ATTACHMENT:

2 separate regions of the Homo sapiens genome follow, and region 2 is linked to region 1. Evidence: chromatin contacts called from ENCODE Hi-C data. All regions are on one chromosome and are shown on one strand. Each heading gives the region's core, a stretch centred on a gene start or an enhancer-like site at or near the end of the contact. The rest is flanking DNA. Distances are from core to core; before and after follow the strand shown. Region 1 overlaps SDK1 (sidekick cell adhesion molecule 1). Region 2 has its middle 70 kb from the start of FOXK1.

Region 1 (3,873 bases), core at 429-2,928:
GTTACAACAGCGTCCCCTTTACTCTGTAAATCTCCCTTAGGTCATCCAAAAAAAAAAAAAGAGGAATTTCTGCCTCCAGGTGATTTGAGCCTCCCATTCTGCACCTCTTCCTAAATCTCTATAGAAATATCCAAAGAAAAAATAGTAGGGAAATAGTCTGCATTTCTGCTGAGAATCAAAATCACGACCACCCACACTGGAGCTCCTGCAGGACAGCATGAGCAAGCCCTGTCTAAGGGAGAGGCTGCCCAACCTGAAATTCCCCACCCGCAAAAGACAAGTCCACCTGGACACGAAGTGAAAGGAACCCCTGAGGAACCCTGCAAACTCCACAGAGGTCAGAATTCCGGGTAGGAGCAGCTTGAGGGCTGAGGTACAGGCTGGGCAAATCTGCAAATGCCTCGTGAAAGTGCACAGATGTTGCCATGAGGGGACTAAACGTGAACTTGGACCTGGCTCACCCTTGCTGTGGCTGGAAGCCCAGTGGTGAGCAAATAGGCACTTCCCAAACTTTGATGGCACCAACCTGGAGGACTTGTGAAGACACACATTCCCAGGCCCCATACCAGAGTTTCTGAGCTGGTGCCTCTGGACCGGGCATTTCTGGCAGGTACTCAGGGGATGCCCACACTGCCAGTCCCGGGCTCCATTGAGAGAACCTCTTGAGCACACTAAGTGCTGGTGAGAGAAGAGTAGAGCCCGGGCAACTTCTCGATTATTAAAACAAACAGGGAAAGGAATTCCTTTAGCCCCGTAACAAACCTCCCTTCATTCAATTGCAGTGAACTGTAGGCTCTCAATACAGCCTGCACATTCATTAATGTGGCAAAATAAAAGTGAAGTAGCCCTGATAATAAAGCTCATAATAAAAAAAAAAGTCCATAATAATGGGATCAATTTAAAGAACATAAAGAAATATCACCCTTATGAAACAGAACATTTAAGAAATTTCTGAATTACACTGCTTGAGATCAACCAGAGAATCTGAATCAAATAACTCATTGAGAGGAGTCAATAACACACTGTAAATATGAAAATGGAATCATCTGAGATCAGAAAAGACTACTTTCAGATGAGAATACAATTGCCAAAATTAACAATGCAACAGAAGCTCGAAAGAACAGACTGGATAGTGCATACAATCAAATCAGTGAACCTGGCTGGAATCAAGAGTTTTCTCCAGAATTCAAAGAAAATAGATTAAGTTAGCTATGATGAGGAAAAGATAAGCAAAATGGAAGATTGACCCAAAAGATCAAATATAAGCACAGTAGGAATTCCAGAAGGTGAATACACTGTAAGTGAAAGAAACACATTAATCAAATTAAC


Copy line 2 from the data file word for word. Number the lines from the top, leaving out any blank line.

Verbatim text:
Region 1 (3,873 bases), core at 429-2,928: